The concept of Zero Trust is taking hold as the best approach to secure business data and stay compliant with various regulations. Traditional security models assume that everything within an organization’s network can be trusted by default. In contrast, the Zero tTrust framework is an alternative architecture for IT security, operating on the premise that anything inside or outside of a corporate network - including data, devices, systems and users - is a security risk and must be checked and verified before being granted access. It is not a technical concept but rather defines an approach businesses take, or should take, when dealing with digital data.
The idea of Zero Trust was introduced by analyst firm Forrester Research almost a decade ago but has only recently started to spike in popularity, thanks to businesses becoming increasingly digital. More digitalization means more data, and more data leads to more risk.
Organizations can no longer implement “set and forget” security policies, thanks to reasons such as:
Stringent regulations (e.g. GDPR) are leading to companies being scrutinized more accurately on how they are implementing and managing security across the board. Calls for greater culpability for C-level executives in the organization’s security posture - for example, the U.S. Corporate Executive Accountability Act aims to “establish criminal liability for negligent executive officers of major corporations… that affects the health, safety, finances or personal data” of individuals.
As organizations operate within a more dynamic framework, the security strategy needs to be centered around the concept of Zero Trust - a “trust nothing” approach that is both programmatic and pragmatic to businesses. Under this framework, there are no default configurations, companies must continuously monitor all network communications, monitor all users all the time, and implement comprehensive system permissions and safeguards.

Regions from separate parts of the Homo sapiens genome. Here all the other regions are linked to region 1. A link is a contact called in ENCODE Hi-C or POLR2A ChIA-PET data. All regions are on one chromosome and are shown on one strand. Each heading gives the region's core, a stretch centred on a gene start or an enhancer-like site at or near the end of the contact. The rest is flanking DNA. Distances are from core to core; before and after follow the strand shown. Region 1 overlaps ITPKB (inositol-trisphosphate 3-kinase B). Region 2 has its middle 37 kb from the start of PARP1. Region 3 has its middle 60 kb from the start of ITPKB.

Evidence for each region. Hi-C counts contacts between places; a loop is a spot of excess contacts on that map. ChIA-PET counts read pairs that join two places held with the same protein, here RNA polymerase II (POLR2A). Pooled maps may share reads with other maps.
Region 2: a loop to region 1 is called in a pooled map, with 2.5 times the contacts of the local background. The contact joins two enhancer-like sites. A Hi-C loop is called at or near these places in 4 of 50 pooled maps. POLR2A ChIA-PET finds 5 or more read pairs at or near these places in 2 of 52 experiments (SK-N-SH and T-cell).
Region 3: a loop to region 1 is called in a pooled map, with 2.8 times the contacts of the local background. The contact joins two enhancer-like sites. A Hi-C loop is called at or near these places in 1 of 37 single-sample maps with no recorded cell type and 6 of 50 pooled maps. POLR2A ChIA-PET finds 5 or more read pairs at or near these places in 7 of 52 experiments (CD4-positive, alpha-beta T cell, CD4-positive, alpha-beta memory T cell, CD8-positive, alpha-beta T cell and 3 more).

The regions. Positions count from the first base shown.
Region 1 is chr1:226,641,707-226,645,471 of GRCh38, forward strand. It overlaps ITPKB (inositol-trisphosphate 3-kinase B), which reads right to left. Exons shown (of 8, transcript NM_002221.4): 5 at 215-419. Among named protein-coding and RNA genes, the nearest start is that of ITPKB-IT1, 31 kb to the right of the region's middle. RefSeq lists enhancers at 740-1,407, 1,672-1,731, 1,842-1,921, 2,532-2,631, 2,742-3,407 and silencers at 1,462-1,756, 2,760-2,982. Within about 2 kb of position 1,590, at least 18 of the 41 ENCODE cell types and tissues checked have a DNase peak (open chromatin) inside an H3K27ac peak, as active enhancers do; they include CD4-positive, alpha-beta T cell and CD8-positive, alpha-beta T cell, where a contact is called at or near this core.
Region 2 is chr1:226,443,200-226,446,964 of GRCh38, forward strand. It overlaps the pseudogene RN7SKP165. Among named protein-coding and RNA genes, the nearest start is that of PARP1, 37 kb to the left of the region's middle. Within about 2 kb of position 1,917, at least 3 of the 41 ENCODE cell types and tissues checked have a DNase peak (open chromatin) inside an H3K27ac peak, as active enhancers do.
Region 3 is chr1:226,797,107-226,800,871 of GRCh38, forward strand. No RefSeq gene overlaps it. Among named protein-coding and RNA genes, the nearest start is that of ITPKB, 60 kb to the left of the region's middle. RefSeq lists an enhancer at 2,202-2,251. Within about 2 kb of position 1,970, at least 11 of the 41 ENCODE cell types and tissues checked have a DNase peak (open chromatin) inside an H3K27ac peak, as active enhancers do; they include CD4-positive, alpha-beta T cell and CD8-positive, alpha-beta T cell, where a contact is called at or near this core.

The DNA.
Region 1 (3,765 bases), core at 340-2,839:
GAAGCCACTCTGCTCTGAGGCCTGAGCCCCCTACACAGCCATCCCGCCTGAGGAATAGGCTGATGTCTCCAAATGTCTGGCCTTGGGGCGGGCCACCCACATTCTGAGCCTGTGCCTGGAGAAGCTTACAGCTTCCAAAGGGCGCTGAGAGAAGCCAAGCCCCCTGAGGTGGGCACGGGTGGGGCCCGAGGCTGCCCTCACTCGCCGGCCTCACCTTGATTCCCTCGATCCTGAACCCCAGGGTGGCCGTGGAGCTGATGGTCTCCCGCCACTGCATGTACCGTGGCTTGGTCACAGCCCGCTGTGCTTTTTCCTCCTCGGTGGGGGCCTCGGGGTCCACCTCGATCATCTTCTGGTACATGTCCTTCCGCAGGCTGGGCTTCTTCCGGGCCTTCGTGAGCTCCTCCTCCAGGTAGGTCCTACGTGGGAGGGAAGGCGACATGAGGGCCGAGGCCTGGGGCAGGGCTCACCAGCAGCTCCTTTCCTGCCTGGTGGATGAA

For companies to effectively enact zero trust, it should first develop its goals and roadmap to protect its mission-critical data. This will help to evaluate the user experience, by understanding who its users are, what apps and systems they are using, and what kinds of access they need. Given that employees are increasingly working across disparate and distributed teams, it’s also critical to ensure that access can be provided in both a controlled and compliant manner.
Wire believes that the zero trust framework is effective for companies, as it also draws on technologies such as end-to-end encryption, multi-factor authentication, access control and identity management, auditable logs and other system permissions. Zero trust requires a holistic assessment of how to secure every app, device and user, not forgetting that this should also be done in a scalable way, as new users and technologies are introduced into the corporate infrastructure in the future.
At Wire, all communication (messages, calls, files, and images) are secured with end-to-end encryption. New encryption keys are used for each message, so even if one transaction is compromised, it has minimal impact overall. These keys are only held at the endpoints (devices) are not available to Wire.
Additionally, our software is entirely open source. Our source code is available on GitHub for anyone to verify, propose modifications and improvements. It is audited each year by independent experts.
Ultimately, as organizations advance their security strategies, the Zero Trust model elevates an enterprise’s approach. Organizations move from an approach focused on products and network segmentation to a more comprehensive and holistic architectural design, which is in line with how we work and the pace of business.
Learn more about Wire's approach to security.
Start a free trial today to be at the forefront of Zero Trust collaboration.